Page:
By Benjamin Leatherman
By Robrt L. Pela
By Katrina Montgomery
By Robrt L. Pela
By Kathleen Vanesian
By New Times
By Ray Stern
By Eric Tsetsi
NT: These are stupid things to do even when it's not storming. And yet you're out actually chasing lightning from pillar to post, and pointing a camera at it. That seems dangerous, too.
Strom:Yeah, but I know how to stay safe. I'm in my car, or finding a building to stand in to protect myself. I'm not out riding a bicycle in a thunderstorm, which is just crazy.
NT: Not as crazy as standing outside, holding up a big metal stick.
Strom: During a lightning storm, people should unplug stuff. If lightning hits the roof of a house, it can travel through electrical conduits. Also, you shouldn't touch plumbing like sinks and toilets or take a shower during a lightning storm, because the plumbing is metal, and can act as a conductor.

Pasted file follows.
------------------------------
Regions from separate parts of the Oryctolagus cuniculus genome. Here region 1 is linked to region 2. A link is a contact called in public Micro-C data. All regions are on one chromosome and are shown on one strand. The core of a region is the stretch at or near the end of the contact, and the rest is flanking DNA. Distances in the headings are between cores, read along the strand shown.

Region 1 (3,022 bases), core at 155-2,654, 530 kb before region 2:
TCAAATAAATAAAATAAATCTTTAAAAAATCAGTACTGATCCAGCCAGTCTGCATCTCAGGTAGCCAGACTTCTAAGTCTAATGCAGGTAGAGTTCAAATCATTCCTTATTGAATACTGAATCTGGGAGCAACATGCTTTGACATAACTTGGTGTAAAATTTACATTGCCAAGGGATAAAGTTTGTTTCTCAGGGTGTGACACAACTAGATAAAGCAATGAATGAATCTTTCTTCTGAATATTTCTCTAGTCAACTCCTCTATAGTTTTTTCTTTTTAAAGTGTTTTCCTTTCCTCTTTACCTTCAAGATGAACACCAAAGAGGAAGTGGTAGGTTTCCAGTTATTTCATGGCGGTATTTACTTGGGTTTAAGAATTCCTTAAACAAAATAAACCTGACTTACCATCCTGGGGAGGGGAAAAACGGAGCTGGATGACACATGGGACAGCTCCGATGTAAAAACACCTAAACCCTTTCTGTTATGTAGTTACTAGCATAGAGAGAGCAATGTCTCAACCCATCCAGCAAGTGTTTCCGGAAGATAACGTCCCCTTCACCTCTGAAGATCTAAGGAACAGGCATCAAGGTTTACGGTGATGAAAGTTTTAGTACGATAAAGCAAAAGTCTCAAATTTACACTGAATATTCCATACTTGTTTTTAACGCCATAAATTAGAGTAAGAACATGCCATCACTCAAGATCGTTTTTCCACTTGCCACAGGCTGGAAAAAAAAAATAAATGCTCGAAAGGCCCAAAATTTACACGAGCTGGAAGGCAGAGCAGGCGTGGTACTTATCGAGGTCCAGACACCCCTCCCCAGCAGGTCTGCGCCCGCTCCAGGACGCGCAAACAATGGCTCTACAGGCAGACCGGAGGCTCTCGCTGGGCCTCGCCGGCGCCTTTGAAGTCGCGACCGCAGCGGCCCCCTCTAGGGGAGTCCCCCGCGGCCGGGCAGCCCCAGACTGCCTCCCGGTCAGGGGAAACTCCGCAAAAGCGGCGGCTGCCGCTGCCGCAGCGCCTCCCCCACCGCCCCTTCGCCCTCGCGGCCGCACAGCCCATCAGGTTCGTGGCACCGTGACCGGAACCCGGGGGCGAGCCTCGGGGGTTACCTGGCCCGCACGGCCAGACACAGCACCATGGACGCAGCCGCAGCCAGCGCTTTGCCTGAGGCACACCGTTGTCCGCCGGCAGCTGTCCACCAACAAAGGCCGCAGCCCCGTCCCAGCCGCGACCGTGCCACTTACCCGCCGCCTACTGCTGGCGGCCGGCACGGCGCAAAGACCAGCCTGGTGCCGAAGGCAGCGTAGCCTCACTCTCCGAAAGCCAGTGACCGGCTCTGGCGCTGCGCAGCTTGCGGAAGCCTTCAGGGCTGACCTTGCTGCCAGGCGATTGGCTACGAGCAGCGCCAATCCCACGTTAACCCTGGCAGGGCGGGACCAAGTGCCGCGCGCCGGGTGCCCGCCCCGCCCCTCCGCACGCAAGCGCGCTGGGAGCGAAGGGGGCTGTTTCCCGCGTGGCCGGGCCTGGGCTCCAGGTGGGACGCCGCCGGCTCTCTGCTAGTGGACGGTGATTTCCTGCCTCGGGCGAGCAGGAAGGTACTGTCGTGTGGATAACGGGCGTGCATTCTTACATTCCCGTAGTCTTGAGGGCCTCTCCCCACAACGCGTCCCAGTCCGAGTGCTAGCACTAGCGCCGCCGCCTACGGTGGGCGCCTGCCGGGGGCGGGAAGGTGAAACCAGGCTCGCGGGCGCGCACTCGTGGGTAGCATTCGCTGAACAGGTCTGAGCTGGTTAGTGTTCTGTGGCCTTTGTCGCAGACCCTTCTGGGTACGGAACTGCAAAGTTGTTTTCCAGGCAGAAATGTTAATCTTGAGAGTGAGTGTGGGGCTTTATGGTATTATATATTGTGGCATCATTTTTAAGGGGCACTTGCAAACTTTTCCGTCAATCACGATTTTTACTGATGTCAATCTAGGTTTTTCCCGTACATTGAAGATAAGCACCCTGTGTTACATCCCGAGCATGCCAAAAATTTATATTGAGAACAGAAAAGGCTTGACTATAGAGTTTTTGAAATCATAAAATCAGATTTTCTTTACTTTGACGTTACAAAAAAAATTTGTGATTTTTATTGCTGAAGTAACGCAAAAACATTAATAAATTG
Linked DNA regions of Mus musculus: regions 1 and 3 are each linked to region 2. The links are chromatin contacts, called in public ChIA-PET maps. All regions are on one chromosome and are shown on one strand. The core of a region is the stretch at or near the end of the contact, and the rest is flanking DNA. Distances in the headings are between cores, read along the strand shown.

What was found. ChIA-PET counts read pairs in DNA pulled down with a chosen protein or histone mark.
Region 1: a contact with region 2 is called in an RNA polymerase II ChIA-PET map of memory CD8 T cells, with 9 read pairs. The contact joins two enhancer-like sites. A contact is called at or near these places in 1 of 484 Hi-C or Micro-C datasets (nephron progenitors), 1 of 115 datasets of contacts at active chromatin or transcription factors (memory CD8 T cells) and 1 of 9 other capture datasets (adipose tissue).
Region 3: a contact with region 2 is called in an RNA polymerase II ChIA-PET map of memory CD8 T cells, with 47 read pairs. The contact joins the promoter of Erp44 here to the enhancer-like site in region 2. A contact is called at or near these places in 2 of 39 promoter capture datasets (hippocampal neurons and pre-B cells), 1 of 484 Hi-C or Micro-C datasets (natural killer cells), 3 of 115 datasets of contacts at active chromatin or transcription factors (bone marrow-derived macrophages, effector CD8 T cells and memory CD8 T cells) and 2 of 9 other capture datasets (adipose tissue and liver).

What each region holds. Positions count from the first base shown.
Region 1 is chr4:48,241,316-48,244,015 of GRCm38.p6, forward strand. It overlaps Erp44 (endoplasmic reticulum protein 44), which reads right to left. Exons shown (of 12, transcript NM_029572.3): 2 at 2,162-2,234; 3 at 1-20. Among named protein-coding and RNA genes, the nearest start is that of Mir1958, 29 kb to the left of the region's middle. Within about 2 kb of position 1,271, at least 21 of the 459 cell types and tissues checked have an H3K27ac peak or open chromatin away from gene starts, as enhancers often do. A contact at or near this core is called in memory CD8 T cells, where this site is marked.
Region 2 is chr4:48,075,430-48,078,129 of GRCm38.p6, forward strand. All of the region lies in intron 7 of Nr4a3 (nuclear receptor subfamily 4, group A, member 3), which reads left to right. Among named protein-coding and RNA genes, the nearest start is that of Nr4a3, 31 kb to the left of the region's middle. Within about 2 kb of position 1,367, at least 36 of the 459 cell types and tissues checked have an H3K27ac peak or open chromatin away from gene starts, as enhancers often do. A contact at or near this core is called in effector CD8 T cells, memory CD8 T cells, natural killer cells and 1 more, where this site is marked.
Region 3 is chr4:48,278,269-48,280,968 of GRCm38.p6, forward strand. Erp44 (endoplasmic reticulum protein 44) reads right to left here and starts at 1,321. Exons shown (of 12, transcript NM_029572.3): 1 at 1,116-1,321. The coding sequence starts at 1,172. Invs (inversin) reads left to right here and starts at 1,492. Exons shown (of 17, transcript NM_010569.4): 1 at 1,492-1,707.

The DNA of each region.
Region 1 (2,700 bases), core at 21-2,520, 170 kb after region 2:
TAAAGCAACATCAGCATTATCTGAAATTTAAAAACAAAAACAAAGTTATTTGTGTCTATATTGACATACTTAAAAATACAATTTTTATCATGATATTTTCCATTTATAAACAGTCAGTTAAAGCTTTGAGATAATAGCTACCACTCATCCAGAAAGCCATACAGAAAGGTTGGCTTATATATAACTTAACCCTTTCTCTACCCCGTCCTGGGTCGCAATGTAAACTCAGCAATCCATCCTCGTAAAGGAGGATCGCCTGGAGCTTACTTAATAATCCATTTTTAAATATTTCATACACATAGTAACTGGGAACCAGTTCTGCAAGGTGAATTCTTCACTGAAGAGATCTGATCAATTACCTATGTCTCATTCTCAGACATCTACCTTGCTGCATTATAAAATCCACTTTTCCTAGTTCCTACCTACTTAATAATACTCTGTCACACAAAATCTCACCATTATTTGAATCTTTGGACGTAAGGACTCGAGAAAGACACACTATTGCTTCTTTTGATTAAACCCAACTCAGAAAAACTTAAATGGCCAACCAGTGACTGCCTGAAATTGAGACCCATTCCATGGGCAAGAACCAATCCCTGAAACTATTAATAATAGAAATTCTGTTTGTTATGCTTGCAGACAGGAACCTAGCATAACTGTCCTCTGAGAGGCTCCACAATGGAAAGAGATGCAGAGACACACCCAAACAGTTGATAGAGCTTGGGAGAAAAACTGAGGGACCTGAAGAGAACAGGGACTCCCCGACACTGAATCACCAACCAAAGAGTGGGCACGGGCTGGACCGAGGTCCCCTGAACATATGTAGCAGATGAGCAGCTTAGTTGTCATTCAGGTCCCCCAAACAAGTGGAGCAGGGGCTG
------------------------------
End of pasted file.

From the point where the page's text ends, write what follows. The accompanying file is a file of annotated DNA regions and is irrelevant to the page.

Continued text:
NT: What if I'm dirty or I have to take a shit?
Strom:(Laughs.) You know, I heard a story about a woman in Ohio who was paralyzed, and she was on the toilet during a thunderstorm and her house got hit and she was thrown across the room. And when she came to, she could walk again. That story may be true.
NT: People who are afraid of lightning -- are they just great big pussies?
Strom:Well, if you want to get over your fear of storms, educate yourself. I used to think all kinds of crazy things about lightning, but once I found out how it really works, I wasn't.
NT: Is it true that lightning never strikes twice?
Strom:No. Lightning strikes the Empire State Building 23 times a year. Lightning likes hitting objects, things that stand out. That's something to know in a thunderstorm: Go inside. Lightning wants to hit you.